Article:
Month: July 2017

A Guide to Preventing SIDS [Infographic]

July 4, 2017

The infographic “A Charlotte Pediatrician’s recommended Guide to Preventing SIDS” outlines important facts related to SIDS and a few suggestions for preventing SIDS. Sudden infant death syndrome (SIDS), also known as crib death or cot death, is the sudden, unexplained death, usually during sleep, of a child less than one year of age. SIDS is one of the leading causes of death among babies between 1 month and 1 year of age in the US. Approximately 3500 infants die in the U.S. each year from deaths related to sleep. The majority of SIDS deaths occur before a baby reaches 6 months of age.

Some important recommendations by Charlotte pediatricians to prevent SIDS include:

  • Infants under a year old should always sleep lying on their backs and not on their sides.
  • Infants should always sleep on a firm surface covered by only a flat sheet.
  • Breastfeeding reduces the risk of SIDS.
  • Any other bedding or soft objects like pillows or stuffed toys can obstruct a child’s airway and increase the risk of SIDS or suffocation.
  • Smoking during pregnancy and around the infant after birth can increase the risk of SIDS.

For more facts and recommendations for preventing SIDS, please refer to the infographic.

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Mistakes to Avoid at the Pediatrician’s Office

July 4, 2017

There are many mistakes parents make when taking their children to the pediatrician’s office, but the three most common mistakes are:

1. Going without any preparation – Most pediatricians want parents to come prepared with a list of things to discuss regarding their child.   In fact, your Pediatrician might suggest you write a list of these items on a note pad which is readily available on your telephone.  That way you won’t forget any important questions as your baby or child moves around the Doctor’s office easily distracting you.  If your child is on any medications, bring the bottles with you or take a picture of the medication.  Again this will make it easy for you to discuss all medications with your child’s doctor.  If you are bringing your infant because of illness, be prepared for questions about when the illness started, and specific details regarding the preceding days.  When you are taking your child for their check up or well child visit be prepared to discuss your child’s eating and sleeping habits, and any developmental concerns and the milestones your baby has achieved.  Baby doctors are there to monitor your child’s development at every well child visit.   This is the role of your Pediatrician throughout childhood, usually through age 18.  So, if you are going for your child’s check-up, make sure to gather all of the important information that a pediatrician may ask you about the child, and also prepare a list of questions to ask.

2. Hiding or neglecting to mention information – Don’t leave anything out or feel uncomfortable being totally honest with your child’s Pediatrician.  Your baby’s doctor needs to know all the facts when evaluating your child.  This is for all age children, and especially true for your teenager.  Your Pediatrician works to create an environment of trust between you and themselves so that your child receives the best possible care from the Doctor.   When talking to the pediatrician about your child’s activities and health, giving the wrong information might result in misdiagnosis, which can be detrimental to your child’s health.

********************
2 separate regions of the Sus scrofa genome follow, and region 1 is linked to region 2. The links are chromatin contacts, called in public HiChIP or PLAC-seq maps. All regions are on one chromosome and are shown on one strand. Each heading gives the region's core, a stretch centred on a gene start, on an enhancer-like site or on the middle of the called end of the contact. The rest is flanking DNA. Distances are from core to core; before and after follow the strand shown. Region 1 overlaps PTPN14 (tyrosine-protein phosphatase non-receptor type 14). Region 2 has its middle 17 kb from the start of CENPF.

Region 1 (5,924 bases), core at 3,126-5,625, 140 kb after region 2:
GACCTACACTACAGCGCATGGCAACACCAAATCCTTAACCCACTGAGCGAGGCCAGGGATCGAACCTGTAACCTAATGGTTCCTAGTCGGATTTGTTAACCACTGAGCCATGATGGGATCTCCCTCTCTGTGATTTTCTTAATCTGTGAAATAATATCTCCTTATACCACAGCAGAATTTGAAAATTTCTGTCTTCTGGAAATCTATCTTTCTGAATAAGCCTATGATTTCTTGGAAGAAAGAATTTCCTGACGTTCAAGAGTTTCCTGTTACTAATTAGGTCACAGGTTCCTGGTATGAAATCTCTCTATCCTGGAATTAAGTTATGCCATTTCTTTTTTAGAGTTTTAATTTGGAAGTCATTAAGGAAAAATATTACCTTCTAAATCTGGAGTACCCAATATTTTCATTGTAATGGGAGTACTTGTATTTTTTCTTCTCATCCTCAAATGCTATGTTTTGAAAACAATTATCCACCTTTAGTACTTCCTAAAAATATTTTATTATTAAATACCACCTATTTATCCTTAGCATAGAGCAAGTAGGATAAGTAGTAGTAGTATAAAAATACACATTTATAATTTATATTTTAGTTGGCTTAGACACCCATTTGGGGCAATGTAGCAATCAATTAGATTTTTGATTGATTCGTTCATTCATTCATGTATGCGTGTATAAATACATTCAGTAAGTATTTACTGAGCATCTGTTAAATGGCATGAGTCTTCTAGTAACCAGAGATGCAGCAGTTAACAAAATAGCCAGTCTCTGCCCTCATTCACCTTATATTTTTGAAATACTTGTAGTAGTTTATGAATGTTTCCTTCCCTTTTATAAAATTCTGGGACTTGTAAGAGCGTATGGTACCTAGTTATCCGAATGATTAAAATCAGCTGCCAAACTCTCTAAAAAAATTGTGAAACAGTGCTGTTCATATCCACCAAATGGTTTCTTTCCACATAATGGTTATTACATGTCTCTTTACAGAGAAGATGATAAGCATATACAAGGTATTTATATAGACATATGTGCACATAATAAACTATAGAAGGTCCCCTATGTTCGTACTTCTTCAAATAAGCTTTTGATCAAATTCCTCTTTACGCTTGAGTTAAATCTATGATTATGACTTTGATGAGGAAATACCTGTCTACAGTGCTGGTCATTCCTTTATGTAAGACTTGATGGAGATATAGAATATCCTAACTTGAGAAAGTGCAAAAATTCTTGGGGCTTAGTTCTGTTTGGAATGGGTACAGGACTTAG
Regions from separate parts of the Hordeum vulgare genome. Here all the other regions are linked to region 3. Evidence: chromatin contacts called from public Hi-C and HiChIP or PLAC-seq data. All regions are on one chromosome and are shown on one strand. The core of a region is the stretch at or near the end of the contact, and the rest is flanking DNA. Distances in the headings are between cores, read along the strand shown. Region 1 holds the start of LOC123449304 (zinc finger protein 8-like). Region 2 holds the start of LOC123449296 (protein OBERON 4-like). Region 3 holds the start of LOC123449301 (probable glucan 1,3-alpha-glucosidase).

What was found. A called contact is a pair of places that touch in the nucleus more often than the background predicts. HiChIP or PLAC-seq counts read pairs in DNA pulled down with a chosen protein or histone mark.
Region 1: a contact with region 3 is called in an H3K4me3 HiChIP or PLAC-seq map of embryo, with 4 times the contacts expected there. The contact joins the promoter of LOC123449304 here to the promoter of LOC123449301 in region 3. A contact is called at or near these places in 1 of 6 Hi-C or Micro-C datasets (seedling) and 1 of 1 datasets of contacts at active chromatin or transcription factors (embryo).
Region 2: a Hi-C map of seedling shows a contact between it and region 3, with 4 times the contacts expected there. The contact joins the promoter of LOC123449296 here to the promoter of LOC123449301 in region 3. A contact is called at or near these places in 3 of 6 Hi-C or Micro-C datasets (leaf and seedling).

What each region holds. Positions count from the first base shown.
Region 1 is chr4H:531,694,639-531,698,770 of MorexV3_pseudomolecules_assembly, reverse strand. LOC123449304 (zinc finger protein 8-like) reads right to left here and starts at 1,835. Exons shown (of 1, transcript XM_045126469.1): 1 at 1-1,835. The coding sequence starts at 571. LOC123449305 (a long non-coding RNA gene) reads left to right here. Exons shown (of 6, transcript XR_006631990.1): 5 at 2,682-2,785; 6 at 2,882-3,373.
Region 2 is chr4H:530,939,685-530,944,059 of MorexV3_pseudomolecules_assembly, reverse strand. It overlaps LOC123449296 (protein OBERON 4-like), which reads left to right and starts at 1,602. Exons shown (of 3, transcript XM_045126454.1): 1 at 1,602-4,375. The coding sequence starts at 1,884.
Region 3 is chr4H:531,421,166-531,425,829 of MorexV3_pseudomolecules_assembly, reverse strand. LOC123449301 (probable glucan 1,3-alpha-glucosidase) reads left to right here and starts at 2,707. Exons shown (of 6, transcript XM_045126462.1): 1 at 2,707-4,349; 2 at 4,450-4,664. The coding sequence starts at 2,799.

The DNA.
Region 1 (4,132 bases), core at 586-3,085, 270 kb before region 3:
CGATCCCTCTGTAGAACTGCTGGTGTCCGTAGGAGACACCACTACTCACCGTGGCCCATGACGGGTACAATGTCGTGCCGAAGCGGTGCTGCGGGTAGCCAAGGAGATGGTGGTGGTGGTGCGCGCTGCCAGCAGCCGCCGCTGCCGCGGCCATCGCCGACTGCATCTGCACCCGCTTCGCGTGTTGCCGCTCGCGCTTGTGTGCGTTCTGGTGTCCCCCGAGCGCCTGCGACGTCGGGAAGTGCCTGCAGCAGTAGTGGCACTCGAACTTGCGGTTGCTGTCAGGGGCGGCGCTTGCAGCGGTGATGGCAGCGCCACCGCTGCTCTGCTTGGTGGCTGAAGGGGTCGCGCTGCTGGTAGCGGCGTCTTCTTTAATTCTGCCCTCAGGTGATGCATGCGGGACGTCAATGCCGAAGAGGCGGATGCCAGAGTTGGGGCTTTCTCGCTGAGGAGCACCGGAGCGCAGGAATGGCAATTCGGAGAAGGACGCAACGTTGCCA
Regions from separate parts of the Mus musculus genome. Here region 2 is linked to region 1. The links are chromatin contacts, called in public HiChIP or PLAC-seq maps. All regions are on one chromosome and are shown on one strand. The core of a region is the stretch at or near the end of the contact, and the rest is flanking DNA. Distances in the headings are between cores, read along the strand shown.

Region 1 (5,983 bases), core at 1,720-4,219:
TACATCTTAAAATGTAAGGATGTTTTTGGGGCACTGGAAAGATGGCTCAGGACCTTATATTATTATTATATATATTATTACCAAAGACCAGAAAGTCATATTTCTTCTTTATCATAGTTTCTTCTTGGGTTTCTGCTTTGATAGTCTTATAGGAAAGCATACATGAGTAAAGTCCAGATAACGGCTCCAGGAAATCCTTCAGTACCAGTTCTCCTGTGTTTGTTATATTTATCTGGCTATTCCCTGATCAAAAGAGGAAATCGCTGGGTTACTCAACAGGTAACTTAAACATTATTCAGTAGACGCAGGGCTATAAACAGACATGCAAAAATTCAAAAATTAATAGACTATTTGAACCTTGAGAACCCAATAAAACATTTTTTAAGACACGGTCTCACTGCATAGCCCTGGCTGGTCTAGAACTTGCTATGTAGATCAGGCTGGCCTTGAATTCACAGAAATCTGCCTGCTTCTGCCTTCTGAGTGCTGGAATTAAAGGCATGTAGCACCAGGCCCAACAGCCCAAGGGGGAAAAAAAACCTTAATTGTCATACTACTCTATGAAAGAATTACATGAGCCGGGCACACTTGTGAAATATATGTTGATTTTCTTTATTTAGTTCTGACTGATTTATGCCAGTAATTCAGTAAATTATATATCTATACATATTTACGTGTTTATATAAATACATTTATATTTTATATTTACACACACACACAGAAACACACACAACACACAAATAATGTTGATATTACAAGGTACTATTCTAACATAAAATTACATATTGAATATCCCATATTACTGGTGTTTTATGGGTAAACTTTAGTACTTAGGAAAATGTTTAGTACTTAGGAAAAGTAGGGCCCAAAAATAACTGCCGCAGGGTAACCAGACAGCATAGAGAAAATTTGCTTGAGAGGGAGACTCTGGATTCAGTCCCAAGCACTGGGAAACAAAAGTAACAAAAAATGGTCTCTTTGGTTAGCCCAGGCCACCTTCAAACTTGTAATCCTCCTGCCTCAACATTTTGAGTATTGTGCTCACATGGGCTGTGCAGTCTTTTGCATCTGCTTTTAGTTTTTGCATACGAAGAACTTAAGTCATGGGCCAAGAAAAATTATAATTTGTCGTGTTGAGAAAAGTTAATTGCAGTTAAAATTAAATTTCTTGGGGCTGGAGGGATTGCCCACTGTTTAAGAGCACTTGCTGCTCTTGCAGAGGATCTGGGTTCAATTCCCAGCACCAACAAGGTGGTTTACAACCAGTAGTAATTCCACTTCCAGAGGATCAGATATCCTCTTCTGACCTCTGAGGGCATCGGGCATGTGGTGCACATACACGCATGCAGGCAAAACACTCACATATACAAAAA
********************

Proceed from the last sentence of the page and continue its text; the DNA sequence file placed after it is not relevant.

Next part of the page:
3. Leaving important documents at home – Of course busy parents are moving at a pace that will easily cause important items to be left at home.  Bringing an up to date shot records to your new Pediatrician’s first check up will insure that no necessary childhood vaccinations are repeated or omitted.  If you have recently visited an ER or urgent care, bringing any documentation provided at those visits will help your Primary Care Provider give you the very best care, the type of care that only your child’s individual Pediatrician can provide.  This is why urgent care services usually refer your baby back to their Primary Care Provider.  Of course, your Pediatrician is always the best resource for any health care services your baby needs, but when emergencies occur, having the documentation of the services provided will help your primary Pediatrician provide you the continuity of care your child deserves.

A visit to a pediatrician Charlotte, NC will work best when both the parents and the doctor work together to make the most of each and every visit.

Things to Ask at Your Newborn’s First Doctor Visit [Infographic]

July 4, 2017

The infographic, “Questions a Mother Should Ask at Her Newborn’s First Doctor Visit”, details various questions that a mother should ask the doctor at her newborn’s first doctor visit. A mother should ask questions about her baby’s delivery, especially if there were any complications or problems, and if this can affect the baby in any way. Another important thing to ask is about the baby’s weight, height, head circumference, and other vital signs. Don’t forget to ask whether your baby’s heart rate, breathing, and temperature are normal for a newborn.

It is also important to ask questions related to the nutritional needs of the child, which includes questions regarding feeding, burping techniques, and any problems or concerns regarding breastfeeding, etc. Vaccination is another important thing to consider at your newborn’s first doctor visit. Will your baby receive any vaccinations at the first visit? If yes, then what are the side effects and risks? Make sure to get information about the vaccination schedule. Other important things that you may ask during your visit include questions about nipple care and overall development of your child. For more information, please refer to the infographic.

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